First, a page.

Seattle Seahawks, John Lok and Dean Rutz
The other presenters were John Lok and Dean Rutz, who talked about covering the Seattle Seahawks' surprise run to the playoffs this past season. Before the season started, the two decided to split responsibilities, so John took the lead for covering the Seahawks and Dean the lead for covering the UW Huskies. When it was clear the Seahawks were doing well, Dean joined John more often and the two really started to click as a team. Early in the season they had an intern who also worked the games, but later in the season Bettina was the third camera at home games.
The Seahawks' run ended at the NFC divisional playoff game in Atlanta, and there is a gallery of photos from John, Dean, and wire photographers. They said the arena was very dim, which limited what they could do.
There were a couple humorous stories John and Dean told. Dean was explaining that when you start focusing on your subject, you become relatively oblivious to what's going on around you. With that setup, they showed a photo of three photographers lined up, all crouching down, taking photos of QB Russell Wilson. As it happens, all three were photographers for the Seattle Times. Later on, editor David Boardman teasingly questioned the wisdom of sending three photographers to a game when they would all be shooting the same thing.
It's not unusual for photographers to get run over by players, and John showed video of it happening to him. His first reaction was that his family would be watching on TV, so he turned and held his hands up indicating he was OK, but he got a lot of laughs because it looked like he was celebrating having been knocked to the ground. He also showed shots from other photographers showing the expression on his face when he realized he was in the way of an oncoming player.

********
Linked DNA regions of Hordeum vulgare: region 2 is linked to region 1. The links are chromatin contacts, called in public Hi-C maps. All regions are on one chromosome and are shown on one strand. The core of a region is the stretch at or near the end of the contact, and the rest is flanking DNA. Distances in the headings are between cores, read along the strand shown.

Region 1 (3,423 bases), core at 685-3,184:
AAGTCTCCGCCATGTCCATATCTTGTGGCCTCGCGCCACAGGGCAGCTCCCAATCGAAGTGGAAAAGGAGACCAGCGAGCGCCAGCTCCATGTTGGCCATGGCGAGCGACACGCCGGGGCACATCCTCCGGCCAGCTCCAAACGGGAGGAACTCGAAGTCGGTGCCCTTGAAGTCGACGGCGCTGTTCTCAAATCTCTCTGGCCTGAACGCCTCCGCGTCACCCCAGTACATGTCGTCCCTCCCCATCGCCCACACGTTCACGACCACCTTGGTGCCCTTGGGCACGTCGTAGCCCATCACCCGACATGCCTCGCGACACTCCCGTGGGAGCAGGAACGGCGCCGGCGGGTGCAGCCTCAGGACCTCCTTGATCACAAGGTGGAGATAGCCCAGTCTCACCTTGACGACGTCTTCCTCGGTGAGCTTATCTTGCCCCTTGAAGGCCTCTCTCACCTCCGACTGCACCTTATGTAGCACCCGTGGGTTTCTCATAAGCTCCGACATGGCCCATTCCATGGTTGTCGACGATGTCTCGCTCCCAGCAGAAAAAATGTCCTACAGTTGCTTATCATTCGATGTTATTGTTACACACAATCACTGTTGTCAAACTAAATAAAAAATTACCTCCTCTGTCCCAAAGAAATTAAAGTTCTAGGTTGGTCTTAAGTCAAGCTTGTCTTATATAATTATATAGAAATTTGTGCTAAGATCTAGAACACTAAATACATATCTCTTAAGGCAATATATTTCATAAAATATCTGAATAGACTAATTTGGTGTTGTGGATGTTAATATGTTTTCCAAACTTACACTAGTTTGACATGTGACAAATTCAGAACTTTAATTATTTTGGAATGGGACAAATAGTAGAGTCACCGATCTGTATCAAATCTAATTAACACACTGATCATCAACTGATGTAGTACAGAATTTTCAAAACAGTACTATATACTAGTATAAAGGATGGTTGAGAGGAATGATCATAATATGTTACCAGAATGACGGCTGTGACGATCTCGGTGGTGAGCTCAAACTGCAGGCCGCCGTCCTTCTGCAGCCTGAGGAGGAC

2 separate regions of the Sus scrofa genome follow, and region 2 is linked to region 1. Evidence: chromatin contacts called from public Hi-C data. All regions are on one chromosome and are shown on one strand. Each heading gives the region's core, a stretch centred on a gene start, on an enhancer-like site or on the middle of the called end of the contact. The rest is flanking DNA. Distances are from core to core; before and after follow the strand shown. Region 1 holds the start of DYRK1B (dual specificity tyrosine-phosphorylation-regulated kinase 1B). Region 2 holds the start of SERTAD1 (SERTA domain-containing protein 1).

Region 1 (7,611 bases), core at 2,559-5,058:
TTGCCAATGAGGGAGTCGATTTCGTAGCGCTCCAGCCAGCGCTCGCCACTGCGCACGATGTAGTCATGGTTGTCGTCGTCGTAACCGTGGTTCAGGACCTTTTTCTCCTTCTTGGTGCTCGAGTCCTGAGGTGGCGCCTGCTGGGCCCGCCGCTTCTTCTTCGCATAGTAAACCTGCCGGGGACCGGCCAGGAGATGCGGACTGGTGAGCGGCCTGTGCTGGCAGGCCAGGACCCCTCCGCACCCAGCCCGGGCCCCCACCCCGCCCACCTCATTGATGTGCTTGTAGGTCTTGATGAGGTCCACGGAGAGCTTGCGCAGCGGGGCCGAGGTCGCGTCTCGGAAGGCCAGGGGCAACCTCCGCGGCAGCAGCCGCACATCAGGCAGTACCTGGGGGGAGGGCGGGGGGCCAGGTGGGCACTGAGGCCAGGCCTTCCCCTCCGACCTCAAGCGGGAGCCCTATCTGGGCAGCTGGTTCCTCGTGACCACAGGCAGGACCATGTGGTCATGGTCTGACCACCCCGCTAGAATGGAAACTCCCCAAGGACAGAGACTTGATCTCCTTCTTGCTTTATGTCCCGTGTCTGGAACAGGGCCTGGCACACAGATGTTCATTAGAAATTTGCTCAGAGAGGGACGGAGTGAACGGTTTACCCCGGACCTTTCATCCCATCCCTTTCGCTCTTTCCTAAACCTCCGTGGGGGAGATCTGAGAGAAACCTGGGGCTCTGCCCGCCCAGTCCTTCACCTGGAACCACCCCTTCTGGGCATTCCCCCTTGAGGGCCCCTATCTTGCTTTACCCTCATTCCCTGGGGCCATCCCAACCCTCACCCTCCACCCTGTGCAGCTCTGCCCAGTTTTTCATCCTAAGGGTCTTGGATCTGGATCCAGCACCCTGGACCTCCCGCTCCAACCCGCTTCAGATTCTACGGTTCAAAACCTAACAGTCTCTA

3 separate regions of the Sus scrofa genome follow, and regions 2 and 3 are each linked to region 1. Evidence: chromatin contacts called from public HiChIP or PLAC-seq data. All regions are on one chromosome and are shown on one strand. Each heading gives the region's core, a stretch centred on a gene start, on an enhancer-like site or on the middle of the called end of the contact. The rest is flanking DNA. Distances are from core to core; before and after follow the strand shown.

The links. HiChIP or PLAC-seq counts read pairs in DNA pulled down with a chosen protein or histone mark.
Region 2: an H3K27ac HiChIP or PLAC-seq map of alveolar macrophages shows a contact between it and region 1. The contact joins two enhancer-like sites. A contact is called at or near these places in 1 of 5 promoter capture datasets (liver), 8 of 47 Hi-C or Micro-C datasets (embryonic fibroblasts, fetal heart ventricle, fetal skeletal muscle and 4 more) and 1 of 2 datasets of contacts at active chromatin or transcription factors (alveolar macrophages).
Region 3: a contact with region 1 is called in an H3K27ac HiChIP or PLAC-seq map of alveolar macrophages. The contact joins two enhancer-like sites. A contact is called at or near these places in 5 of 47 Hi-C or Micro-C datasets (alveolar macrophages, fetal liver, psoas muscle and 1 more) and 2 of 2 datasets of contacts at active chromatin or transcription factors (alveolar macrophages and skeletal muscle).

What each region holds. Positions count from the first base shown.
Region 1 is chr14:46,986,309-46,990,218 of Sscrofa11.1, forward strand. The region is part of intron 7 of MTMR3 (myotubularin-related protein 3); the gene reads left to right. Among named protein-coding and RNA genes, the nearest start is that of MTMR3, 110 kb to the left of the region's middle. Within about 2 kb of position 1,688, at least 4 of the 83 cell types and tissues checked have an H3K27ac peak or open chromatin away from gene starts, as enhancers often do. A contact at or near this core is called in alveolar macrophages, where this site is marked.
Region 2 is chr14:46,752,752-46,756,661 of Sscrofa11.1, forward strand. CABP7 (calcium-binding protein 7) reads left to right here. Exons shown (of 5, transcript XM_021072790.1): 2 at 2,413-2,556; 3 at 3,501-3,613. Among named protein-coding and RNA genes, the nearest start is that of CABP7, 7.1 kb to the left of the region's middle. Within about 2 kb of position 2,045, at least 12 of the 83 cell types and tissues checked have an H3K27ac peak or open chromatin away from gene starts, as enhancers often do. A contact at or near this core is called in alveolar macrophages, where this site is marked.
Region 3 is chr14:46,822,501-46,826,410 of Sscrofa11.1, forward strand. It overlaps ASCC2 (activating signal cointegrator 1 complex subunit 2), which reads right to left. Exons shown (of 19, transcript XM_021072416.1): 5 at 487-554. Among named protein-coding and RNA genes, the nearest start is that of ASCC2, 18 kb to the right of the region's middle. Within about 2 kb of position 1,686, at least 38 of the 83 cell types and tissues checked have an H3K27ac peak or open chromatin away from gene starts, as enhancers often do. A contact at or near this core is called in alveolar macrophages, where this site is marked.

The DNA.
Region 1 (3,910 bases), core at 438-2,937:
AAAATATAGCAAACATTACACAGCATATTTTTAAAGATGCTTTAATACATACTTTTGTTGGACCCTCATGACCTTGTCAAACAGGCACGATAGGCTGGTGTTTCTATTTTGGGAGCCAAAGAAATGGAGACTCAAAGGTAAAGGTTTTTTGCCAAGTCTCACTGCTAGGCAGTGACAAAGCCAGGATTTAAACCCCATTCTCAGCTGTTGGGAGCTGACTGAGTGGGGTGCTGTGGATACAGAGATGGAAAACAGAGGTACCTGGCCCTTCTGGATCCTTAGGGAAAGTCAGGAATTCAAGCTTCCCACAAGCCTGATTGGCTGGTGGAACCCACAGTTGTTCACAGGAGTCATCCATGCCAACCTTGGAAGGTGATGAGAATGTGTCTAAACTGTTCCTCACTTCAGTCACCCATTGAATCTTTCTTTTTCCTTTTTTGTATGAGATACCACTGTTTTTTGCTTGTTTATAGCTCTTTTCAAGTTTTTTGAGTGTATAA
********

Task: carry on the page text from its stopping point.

There was time after the presentations for a question and answer period. While there were some specific questions about who took some of the displayed photos, how to take photos in specific situations, or what equipment to use. The most interesting questions, however were the more general ones.
One person asked how to get started as a photojournalist, and Bettina took the question, being the newest in the field. She went to Arizona State University, and partway through, she happened to talk with a photojournalist which reignited an interest in photography. She got a journalism degree, did some internships, and was hired at the Hartford Courant. A couple years later, she started at the Seattle Times.
Another member of the audience asked about how the fact that almost everyone having a camera has affected photojournalists. A big change is the omnipresence of cameras; it may take a staff photographer a while to get to a location, so having the general public submit photos is seen as a good thing for the papers. Also, all three agreed that it has encouraged them to step up their game. While they use top-level equipment, it's the ability to isolate the subject and tell a story which makes the difference. Experience is how they are able to find the photo, and the paper's photo editors are good at sorting through the hundreds or thousands of shots.